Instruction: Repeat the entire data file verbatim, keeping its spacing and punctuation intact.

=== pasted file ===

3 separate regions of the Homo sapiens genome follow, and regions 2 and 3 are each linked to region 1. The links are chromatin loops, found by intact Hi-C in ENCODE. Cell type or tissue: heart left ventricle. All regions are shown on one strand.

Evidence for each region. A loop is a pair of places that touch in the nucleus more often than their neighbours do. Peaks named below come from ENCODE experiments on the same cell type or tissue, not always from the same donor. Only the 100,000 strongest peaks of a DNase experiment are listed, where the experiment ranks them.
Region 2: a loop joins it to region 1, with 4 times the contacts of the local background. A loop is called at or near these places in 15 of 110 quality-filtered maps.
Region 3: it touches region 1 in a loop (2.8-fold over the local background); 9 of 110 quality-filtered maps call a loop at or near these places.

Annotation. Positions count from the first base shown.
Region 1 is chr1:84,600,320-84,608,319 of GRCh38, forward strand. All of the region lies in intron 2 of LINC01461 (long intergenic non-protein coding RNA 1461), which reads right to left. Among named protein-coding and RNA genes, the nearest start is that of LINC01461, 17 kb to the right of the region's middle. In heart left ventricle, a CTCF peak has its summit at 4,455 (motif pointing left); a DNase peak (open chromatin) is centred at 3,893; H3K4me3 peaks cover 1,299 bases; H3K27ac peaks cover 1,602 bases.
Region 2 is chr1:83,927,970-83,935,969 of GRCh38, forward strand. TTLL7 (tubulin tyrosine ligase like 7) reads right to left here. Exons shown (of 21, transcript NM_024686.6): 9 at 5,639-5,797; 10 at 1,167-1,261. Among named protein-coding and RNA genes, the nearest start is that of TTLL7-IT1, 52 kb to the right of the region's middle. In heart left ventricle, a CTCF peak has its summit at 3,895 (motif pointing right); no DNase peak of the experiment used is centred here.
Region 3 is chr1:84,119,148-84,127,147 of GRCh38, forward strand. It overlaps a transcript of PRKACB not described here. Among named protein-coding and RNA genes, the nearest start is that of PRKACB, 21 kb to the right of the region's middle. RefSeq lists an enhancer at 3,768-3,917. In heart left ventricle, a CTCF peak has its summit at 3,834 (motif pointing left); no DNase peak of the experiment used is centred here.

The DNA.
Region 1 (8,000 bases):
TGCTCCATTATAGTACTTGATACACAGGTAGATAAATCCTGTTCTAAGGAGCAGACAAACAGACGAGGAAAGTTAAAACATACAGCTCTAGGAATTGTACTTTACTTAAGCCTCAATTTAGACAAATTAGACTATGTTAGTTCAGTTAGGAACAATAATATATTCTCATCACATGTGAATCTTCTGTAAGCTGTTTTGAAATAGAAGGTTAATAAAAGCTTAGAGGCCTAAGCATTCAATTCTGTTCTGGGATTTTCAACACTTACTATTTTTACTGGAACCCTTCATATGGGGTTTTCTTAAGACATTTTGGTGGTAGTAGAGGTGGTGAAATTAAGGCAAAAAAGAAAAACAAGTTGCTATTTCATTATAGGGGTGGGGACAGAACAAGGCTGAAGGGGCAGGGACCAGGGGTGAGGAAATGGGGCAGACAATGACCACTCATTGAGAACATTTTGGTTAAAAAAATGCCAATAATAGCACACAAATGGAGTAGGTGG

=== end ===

3 separate regions of the Homo sapiens genome follow, and regions 2 and 3 are each linked to region 1. The links are chromatin loops, found by intact Hi-C in ENCODE. Cell type or tissue: heart left ventricle. All regions are shown on one strand.

Evidence for each region. A loop is a pair of places that touch in the nucleus more often than their neighbours do. Peaks named below come from ENCODE experiments on the same cell type or tissue, not always from the same donor. Only the 100,000 strongest peaks of a DNase experiment are listed, where the experiment ranks them.
Region 2: a loop joins it to region 1, with 4 times the contacts of the local background. A loop is called at or near these places in 15 of 110 quality-filtered maps.
Region 3: it touches region 1 in a loop (2.8-fold over the local background); 9 of 110 quality-filtered maps call a loop at or near these places.

Annotation. Positions count from the first base shown.
Region 1 is chr1:84,600,320-84,608,319 of GRCh38, forward strand. All of the region lies in intron 2 of LINC01461 (long intergenic non-protein coding RNA 1461), which reads right to left. Among named protein-coding and RNA genes, the nearest start is that of LINC01461, 17 kb to the right of the region's middle. In heart left ventricle, a CTCF peak has its summit at 4,455 (motif pointing left); a DNase peak (open chromatin) is centred at 3,893; H3K4me3 peaks cover 1,299 bases; H3K27ac peaks cover 1,602 bases.
Region 2 is chr1:83,927,970-83,935,969 of GRCh38, forward strand. TTLL7 (tubulin tyrosine ligase like 7) reads right to left here. Exons shown (of 21, transcript NM_024686.6): 9 at 5,639-5,797; 10 at 1,167-1,261. Among named protein-coding and RNA genes, the nearest start is that of TTLL7-IT1, 52 kb to the right of the region's middle. In heart left ventricle, a CTCF peak has its summit at 3,895 (motif pointing right); no DNase peak of the experiment used is centred here.
Region 3 is chr1:84,119,148-84,127,147 of GRCh38, forward strand. It overlaps a transcript of PRKACB not described here. Among named protein-coding and RNA genes, the nearest start is that of PRKACB, 21 kb to the right of the region's middle. RefSeq lists an enhancer at 3,768-3,917. In heart left ventricle, a CTCF peak has its summit at 3,834 (motif pointing left); no DNase peak of the experiment used is centred here.

The DNA.
Region 1 (8,000 bases):
TGCTCCATTATAGTACTTGATACACAGGTAGATAAATCCTGTTCTAAGGAGCAGACAAACAGACGAGGAAAGTTAAAACATACAGCTCTAGGAATTGTACTTTACTTAAGCCTCAATTTAGACAAATTAGACTATGTTAGTTCAGTTAGGAACAATAATATATTCTCATCACATGTGAATCTTCTGTAAGCTGTTTTGAAATAGAAGGTTAATAAAAGCTTAGAGGCCTAAGCATTCAATTCTGTTCTGGGATTTTCAACACTTACTATTTTTACTGGAACCCTTCATATGGGGTTTTCTTAAGACATTTTGGTGGTAGTAGAGGTGGTGAAATTAAGGCAAAAAAGAAAAACAAGTTGCTATTTCATTATAGGGGTGGGGACAGAACAAGGCTGAAGGGGCAGGGACCAGGGGTGAGGAAATGGGGCAGACAATGACCACTCATTGAGAACATTTTGGTTAAAAAAATGCCAATAATAGCACACAAATGGAGTAGGTGG